In this paper, a GNSS/compass fusion/lane information fusion, with an Adaptive Neurofuzzy Inference System (ANFIS) based Vehicle-to-Vehicle (V2V) rear-end collision avoidance system is developed. The estimation of real-time vehicle states is achieved using a Cubature Kalman Filter- (CKF-) based algorithm. The different features extracted from the fusion results, that is, the Relative Distance, velocity, and heading between the leading vehicle and following vehicle, are used as input to the ANFIS for its automatic FIS membership functions and rules generation based on its learning algorithm. The car-following status is therefore predicted based on the ANFIS output. The contributions of the paper are summarized as follows:(1)A newly designed CKF model for real-time vehicle status estimation(2)A novel ANFIS-based car-following status decision algorithm with the advantage of early prediction warning and high detection accuracy(3)Field experiments presented to demonstrate the successful application of the designed rear-end collision avoidance algorithm.

The rest of the paper is organized as follows. The design of the GNSS fusion-based rear-end collision avoidance system is presented in Section 2. In particular, the fusion of GNSS, compass, and lane information data for the estimation of vehicle states is presented in Section 2.2, and the ANFIS-based rear-end collision status identification is presented in Section 2.3. The field test and the evaluation of the proposed algorithm are discussed in Section 3. The conclusion is in Section 4.

#### 2. GNSS Fusion-Based Rear-End Collision Avoidance System

##### 2.1. Method Overview

A flowchart of the CKF-based GNSS/compass fusion for Vehicle-to-Vehicle (V2V) rear-end collision avoidance system is illustrated in Figure 1. The two phases of the system are described as follows. The first phase is concerned with both vehicle position and dynamic states estimation. For each vehicle, one GNSS receiver and one electronic compass are mounted on the top of both vehicles for the collection of real-time positioning, velocity, and attitude data. The CKF-based fusion model is applied to the vehicles in order to estimate the vehicle states. The second phase involves the identification of the car-following status based on the estimated states from the first phase (position and dynamic states). Specifically, the Relative Distance (RD), Relative Velocity (RV), and Relative Heading (RH) calculated from the first phase are the input variables used for the ANFIS to predict the car-following status output. The fuzzy rules are extracted from previously collected labelled data based on ANFIS training. Finally, the ANFIS outputs for the testing data are calculated to evaluate the collision status.

##### 2.2. CKF-Based GNSS/Compass/Lane Information Fusion Algorithm

The ability to locate and track the vehicles in space, velocity, and time is fundamental to predict collisions. It is therefore critical to choose an appropriate technology to determine the relative positioning and velocities of vehicles with sufficient accuracy and reliability to ensure high performance collision prediction. In order to improve the accuracy of GNSS for the collision avoidance application, GNSS/compass/lane information fusion is employed. Nonlinear filters, such as the Extended Kalman Filter (EKF), which linearizes the nonlinear system based on the 1st-order Taylor series expansion, have been applied for GNSS fusion for many years. Although EKF returns acceptable results in many ITS applications, it cannot however estimate vehicle manoeuvres accurately when sudden stops or turns occur, due to the shortcomings of Taylor linearization. In recent years, therefore, some improved algorithms have been developed based on EKF to improve the calculation accuracy and stability, such as UKF and CKF [13, 14]. CKF, especially, is able to obtain good estimation accuracy with an acceptable computation complexity and has exhibited superior performance compared to UKF in many applications. The principle of CKF is to use the spherical-radial rule to get the basic cubature points and the opposite weights [14]. The mean and variance of the system state are propagated through a set of cubature points whose number is twice the dimension of the state vector. The cubature points and weights of CKF are therefore determined uniquely by the dimension of the state vector, which reduces the computation complexity.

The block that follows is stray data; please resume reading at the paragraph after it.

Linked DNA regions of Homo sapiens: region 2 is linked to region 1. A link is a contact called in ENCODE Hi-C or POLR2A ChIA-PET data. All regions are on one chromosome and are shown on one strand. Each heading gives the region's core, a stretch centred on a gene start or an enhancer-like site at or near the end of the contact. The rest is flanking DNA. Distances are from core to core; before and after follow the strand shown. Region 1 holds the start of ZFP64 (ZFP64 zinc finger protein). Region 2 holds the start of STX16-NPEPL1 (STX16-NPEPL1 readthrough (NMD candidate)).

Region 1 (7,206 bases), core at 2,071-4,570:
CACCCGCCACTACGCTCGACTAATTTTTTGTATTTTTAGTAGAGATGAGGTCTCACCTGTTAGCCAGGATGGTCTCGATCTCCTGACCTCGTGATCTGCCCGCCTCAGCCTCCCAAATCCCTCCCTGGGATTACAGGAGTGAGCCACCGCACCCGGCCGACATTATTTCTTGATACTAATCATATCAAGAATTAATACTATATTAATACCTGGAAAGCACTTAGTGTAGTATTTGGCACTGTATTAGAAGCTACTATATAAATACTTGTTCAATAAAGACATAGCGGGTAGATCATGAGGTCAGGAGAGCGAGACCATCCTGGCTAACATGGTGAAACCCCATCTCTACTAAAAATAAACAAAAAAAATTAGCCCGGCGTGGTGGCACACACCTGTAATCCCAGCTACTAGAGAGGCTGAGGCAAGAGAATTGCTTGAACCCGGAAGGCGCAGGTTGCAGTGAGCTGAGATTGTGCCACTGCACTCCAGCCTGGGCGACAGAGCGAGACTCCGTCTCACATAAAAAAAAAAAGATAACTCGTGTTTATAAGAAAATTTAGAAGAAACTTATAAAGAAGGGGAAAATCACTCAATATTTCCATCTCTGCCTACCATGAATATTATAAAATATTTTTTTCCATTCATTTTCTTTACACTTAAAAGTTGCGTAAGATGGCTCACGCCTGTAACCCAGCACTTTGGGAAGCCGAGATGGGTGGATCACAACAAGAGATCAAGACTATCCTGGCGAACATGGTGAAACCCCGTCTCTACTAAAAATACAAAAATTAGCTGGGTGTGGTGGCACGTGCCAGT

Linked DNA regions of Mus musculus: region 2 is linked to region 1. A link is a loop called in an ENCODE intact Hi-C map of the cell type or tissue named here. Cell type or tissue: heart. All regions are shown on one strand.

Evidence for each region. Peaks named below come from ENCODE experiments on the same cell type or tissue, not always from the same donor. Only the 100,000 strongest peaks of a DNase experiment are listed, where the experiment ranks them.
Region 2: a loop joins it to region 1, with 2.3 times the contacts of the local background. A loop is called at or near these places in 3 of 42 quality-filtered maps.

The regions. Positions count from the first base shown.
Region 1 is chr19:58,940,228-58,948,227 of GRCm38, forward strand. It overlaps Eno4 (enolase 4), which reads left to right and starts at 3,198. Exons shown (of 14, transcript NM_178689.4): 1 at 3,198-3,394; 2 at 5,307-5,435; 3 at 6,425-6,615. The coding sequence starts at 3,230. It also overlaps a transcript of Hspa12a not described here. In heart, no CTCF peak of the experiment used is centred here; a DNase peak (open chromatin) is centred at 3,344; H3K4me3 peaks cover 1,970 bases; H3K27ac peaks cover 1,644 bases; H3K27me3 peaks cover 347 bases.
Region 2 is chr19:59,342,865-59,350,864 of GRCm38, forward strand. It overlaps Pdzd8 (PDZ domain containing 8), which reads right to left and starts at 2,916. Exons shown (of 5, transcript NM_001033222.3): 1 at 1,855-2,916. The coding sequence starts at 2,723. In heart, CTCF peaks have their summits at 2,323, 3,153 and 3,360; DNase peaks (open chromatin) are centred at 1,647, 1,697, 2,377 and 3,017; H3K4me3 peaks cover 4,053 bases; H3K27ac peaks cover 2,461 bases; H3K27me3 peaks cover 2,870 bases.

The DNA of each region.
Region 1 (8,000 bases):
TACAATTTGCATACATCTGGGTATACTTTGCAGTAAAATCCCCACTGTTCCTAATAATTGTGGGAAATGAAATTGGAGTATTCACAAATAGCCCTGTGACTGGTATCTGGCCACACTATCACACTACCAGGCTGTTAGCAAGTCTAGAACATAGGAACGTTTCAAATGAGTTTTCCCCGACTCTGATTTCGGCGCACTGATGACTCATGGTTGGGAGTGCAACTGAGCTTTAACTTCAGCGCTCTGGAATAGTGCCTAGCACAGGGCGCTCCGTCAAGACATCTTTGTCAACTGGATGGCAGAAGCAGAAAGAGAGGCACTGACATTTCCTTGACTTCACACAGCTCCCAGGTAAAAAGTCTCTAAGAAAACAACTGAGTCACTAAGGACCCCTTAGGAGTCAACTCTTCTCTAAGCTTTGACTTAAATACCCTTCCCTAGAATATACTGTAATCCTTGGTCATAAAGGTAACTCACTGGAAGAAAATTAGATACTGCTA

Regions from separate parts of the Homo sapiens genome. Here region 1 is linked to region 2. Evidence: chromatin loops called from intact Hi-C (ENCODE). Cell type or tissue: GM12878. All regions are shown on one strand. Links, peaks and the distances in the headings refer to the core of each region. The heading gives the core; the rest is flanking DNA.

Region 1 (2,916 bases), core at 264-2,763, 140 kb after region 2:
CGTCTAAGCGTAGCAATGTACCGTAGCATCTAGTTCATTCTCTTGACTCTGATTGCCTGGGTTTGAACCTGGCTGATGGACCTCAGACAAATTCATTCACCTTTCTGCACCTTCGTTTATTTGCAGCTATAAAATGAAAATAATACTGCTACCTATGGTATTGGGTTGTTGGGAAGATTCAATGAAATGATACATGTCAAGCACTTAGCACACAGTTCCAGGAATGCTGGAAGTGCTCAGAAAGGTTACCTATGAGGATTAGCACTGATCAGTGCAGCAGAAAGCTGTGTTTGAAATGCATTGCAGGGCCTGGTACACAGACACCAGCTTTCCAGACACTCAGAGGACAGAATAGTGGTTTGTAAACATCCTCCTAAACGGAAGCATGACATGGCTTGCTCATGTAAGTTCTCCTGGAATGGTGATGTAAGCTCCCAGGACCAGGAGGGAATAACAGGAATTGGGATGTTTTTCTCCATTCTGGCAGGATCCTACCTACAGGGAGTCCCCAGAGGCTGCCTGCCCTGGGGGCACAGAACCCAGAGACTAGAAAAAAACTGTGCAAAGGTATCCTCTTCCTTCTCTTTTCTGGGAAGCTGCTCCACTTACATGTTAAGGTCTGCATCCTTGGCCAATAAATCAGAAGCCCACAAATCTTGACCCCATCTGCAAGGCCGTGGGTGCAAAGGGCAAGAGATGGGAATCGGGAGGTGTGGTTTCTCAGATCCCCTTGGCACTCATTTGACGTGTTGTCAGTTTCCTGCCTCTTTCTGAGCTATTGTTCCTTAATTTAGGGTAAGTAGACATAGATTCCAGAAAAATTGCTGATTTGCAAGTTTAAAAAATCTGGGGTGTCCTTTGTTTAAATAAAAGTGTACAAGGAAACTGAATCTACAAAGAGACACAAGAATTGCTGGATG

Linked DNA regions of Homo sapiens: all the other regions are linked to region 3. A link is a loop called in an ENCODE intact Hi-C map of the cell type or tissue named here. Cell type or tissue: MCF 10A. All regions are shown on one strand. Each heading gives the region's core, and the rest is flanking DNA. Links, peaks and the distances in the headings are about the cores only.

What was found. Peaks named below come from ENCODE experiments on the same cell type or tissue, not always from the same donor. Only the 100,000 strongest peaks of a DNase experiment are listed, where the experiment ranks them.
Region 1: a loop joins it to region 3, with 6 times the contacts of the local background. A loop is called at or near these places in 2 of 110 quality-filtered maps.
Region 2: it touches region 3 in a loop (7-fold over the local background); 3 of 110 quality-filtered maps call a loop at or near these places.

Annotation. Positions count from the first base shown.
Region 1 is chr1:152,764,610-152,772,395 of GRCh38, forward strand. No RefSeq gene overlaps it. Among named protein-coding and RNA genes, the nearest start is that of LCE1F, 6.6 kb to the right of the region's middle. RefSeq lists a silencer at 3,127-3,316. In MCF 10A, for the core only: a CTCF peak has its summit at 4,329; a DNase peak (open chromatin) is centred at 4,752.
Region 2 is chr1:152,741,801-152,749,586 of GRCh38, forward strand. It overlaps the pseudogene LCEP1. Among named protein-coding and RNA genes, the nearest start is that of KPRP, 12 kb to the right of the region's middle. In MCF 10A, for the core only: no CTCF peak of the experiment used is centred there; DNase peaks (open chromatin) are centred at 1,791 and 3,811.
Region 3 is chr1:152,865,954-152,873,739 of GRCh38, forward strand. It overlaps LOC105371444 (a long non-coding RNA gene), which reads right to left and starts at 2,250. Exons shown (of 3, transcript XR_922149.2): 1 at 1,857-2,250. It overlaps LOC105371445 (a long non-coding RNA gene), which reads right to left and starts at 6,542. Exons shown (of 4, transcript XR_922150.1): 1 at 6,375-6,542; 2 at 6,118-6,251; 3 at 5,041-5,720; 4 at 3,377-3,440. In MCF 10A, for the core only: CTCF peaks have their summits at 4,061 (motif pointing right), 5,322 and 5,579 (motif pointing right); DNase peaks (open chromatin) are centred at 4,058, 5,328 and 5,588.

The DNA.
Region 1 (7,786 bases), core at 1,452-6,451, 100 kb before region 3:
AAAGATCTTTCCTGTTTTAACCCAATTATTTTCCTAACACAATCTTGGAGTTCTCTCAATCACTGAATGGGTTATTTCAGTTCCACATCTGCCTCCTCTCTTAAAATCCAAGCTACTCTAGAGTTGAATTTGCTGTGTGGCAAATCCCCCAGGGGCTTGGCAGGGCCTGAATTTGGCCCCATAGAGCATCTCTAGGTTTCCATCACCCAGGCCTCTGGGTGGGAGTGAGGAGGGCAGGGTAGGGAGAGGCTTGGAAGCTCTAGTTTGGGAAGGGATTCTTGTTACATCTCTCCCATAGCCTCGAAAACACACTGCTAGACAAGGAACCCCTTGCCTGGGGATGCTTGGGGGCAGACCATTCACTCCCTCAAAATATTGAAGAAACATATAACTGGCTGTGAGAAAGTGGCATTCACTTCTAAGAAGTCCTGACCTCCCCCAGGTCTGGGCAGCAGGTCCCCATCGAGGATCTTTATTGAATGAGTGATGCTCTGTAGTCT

The steps for the CKF-based GNSS/compass/lane information fusion are presented below.

*(1) Definition of the State Vector*. The state vector for a single vehicle is defined as (1) and the geometric relationships of the related parameters in the lane segment model are presented in Figure 2. where , are Easting and Northing coordinates (in meters) of the vehicle’s geometric centre in a local coordinates system; , are longitudinal and lateral coordinates (in meters) of the lane segment; is the heading velocity of the vehicle, output from the GNSS sensor; is the heading of the vehicle, output from the compass sensor; is the longitudinal displacement of the vehicle in lane segment coordinates; is the lateral displacement of the vehicle in lane segment coordinates; is the tangent angle, which is the angle between the tangent line of the lane central line and the Easting-axis coordinates.